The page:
Mount Irish (Nevada)
By: Bob Michael
As one whose ancestry traces back to the Auld Sod of the Emerald Isle, "Vegas" George Quinn has wanted to climb Mount Irish in western Lincoln County for many years. The unusually cool late spring this year provided us an opportunity to do this peak over Memorial Day, since everything much higher was snowed in. We've come to expect many surprises in back-country Nevada, and this peak was no exception. We found some splendid petroglyphs and a lost-world relict forest, along with a fine Mexican restaurant in a most improbable location.
Irish, like most southern Nevada peaks, is an upfaulted chunk of paleozoic sedimentary rocks, mostly limestone with quartzite. Unlike most in this area, the beds have been lifted straight up with little rotation, so they are pretty much flat-lying, like buttes on the Colorado Plateau to the east. A massive, resistant quartzite unit whose top is at about the 8,000-foot level provides both the "crux" of the route from the south, and the erosional floor for the summit plateau were the "lost" forest grows.
We approached the peak from the Pahranagat Valley to the southeast. We breakfasted where we had dined the night before, at the Mexican restaurant attached to the general store in Alamo, We weren't expecting too much, and we were delighted to find some really excellent Mexican home cooking - highly recommended. The unsigned dirt road to Logan Pass takes off from Nevada Highway 318 on the west shore of a reservoir about a mile north of the Hiko post office. It's very easy to miss, especially because there's a closed (unlocked) fence gate where the road takes off. This fairly good 2WD road (marginal high clearance) passes some bouldery rhyolite passes some bouldery rhyolite outcrops about 6 mi W of the highway. As we approached them, I thought, "What a great place for petroglyphs!"...and as we passed the rocks, there was a bighorn sheep in the desert varnish about 30 yards S of the road. Closer inspection revealed quite a nice tableau. There is more rock art a bit further W, on the N side of the road; a BLM sign proclaims the "Mount Irish Petroglyph Site". 2 mi W of the glyphs, the better road goes left to the abandoned townsite of Logan; the Logan Pass road veers right, steepens,and deteriorates. A 4WD could have made it to the pass, but we left my 2WD truck at about 6500' when the rear wheels began to spin out. Our chosen route began at the pass, heading N up a ridge. Beginning at about 7850', the tough quartzite formation caps this ridge, and going was slow and tedious up and down blocks and mini-crags. (We found a better descent route to the E that avoids this tiresome stretch.) The quartzite forms a fairly continuous cliff band, and we were glad to find a cl 2 passage through it at the spot shown. Above this point the route flattens out to the summit plateau; a few scattered Ponderosas and white fir appear. When you cross a ridge into a broad central valley, you suddenly enter a Ponderosa fir forest (with even a few bristlecones). For how many eons has this forest been isolated? We're hardly botanists, but it looked to us like inbreeding has occurred among the white firs, producing a variant. They show a marked tendency towards multi-trunked forms instead of the typical "Christmas tree" shape.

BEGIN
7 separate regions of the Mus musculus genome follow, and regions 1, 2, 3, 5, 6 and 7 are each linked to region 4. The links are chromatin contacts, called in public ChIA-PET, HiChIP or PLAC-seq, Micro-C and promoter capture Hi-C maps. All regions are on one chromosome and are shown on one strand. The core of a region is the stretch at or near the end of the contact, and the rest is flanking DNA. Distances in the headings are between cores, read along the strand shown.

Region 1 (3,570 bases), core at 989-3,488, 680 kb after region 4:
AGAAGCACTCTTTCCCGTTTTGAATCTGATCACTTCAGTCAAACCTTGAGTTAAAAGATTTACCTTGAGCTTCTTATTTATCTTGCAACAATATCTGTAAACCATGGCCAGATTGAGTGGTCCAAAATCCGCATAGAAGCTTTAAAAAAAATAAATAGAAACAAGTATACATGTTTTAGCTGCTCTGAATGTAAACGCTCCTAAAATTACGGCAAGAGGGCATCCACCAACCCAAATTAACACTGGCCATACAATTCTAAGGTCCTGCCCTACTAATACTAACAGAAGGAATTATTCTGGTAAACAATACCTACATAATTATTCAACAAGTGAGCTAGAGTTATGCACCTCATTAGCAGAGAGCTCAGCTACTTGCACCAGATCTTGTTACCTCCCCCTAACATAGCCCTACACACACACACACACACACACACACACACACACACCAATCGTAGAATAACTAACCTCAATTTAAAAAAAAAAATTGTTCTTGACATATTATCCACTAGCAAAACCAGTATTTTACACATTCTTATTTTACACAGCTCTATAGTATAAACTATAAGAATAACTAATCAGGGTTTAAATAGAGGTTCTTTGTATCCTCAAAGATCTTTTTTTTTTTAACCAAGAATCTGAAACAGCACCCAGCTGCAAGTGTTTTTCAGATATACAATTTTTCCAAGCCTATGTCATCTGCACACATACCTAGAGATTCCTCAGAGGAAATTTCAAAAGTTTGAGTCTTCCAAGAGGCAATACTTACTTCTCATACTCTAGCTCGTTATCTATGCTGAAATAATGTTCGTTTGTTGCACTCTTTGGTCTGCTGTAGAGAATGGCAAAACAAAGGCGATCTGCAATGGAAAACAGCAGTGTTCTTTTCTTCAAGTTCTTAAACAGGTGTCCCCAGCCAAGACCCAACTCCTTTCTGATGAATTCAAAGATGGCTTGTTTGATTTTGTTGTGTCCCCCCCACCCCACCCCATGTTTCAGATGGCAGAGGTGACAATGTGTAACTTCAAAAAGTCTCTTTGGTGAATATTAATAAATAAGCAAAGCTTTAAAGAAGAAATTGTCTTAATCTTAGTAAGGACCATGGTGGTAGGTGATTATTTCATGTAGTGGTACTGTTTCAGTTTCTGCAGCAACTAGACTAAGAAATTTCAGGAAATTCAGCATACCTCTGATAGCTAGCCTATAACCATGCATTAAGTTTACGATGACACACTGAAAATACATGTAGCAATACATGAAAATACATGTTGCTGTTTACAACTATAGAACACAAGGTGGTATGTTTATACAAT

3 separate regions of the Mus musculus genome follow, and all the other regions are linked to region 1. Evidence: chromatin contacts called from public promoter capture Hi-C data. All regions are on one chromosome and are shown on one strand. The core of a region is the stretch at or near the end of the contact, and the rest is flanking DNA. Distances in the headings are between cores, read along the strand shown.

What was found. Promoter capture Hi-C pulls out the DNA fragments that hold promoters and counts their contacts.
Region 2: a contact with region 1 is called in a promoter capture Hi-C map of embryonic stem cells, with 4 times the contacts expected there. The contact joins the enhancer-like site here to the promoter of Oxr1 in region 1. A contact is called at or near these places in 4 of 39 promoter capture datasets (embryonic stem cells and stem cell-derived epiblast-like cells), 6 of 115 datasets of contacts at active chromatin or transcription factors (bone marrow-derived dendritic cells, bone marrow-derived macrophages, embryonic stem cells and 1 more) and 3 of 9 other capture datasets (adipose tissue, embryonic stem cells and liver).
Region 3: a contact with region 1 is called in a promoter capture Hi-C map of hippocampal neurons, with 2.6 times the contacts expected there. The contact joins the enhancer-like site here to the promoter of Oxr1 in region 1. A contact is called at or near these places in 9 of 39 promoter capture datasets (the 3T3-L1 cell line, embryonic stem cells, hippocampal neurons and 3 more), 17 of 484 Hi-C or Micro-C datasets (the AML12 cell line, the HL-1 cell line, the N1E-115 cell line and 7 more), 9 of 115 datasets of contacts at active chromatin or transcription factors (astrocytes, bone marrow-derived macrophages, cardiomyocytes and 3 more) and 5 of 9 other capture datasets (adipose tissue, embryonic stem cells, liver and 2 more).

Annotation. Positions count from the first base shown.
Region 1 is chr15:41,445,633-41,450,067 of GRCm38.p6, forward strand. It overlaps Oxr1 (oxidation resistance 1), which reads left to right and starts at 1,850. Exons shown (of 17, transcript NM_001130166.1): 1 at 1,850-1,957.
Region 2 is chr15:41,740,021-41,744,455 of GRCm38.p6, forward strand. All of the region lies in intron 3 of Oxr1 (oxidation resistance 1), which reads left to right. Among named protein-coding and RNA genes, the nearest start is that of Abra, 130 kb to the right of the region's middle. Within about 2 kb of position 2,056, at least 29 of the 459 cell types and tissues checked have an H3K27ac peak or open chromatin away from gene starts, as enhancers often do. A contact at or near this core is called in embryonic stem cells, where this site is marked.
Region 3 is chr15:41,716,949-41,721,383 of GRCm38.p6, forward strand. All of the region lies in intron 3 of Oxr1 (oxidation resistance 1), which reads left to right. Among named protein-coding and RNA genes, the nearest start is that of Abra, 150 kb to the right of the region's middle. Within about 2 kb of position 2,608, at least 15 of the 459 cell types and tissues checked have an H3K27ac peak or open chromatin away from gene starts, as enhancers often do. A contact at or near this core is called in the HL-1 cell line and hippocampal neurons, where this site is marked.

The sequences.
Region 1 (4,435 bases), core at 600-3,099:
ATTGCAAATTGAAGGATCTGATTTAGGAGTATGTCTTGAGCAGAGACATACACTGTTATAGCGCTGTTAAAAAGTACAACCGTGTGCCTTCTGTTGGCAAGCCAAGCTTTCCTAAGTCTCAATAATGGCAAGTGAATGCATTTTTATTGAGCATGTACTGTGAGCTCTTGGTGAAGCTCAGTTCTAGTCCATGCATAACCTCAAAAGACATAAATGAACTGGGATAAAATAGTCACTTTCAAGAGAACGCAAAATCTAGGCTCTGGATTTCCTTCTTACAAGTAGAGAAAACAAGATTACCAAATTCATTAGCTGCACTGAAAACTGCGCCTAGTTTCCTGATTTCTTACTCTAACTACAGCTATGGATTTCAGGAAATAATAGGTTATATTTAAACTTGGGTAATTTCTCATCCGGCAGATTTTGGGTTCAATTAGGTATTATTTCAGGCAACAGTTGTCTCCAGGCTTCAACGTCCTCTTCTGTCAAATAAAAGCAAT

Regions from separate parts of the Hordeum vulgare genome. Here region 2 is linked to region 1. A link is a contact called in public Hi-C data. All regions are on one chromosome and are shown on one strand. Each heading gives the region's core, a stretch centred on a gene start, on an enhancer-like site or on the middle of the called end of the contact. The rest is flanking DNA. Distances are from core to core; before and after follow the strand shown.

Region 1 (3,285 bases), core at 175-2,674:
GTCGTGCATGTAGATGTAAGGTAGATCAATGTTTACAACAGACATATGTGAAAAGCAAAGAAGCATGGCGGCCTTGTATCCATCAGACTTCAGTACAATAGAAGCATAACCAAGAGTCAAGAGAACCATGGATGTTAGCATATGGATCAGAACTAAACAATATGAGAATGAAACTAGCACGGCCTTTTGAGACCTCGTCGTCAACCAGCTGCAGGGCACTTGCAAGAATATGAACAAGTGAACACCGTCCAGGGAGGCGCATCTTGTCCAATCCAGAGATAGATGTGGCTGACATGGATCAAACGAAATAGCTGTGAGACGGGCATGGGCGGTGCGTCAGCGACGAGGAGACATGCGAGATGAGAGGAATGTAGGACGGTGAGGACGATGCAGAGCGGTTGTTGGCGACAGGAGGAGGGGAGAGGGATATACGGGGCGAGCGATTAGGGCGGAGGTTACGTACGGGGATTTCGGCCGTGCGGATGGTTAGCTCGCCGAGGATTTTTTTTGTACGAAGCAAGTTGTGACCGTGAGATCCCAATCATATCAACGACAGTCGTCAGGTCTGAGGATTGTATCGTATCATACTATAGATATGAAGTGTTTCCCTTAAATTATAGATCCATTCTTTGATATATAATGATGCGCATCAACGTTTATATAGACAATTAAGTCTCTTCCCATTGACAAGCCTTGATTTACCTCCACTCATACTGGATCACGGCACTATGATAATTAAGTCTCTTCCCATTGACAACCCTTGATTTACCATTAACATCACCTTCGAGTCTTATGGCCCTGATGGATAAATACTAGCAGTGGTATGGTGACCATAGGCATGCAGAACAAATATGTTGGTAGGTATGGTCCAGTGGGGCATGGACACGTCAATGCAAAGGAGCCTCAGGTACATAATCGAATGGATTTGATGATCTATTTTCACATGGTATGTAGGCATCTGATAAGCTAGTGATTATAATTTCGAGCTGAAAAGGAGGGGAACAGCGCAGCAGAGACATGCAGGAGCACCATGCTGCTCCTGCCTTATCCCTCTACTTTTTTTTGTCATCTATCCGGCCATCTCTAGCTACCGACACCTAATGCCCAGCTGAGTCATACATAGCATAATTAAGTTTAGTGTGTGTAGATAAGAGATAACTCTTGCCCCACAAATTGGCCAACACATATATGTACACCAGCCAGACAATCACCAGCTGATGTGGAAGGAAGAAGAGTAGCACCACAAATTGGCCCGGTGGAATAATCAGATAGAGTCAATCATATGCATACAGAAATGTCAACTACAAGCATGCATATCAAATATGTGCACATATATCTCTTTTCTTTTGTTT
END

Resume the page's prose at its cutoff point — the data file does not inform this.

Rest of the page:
As the summit is on the far (N) side of this plateau; going up the south side, one reenters the pinyon/mountainmahogany zone. Regretfully, the top is defaced with a robot electronic site; at least, it's accessed by helicopter, so there is no road. The register records mostly military-types with helicopter "ascents", although a University of Nevada botanical survey team exulted in "Pristine Nevada montane vegetation (NO COWS!)". We could see pretty much across the southern half of the state, from Charleston to Virgin (!) to the solid white Snake Range (Wheeler) to Jefferson. Much closer, to the southwest, is a peak we will not be climbing soon, 9,348' Bald Mountain, highpoint of the Groom Range. This peak overlooks the nonexistent (according to the Air Force) Area 51, where there is officially nothing but a dry lake and some creosote bushes. However, so special are these creosote bushes that the Air Force has withdrawn Bald Mountain from public entry and surrounded it with motion sensors and "Use of Deadly Force Authorized" signs* And, we are happy to report that nothing out of the ordinary is back there; we observed no UFO formation hovering over the top-secret creosote bushes.
*These spooks mean business. A few years back, George and his son Peter were doing a little exploring and maybe a little envelope pushing in that area when a helicopter came out of nowhere and buzzed them.
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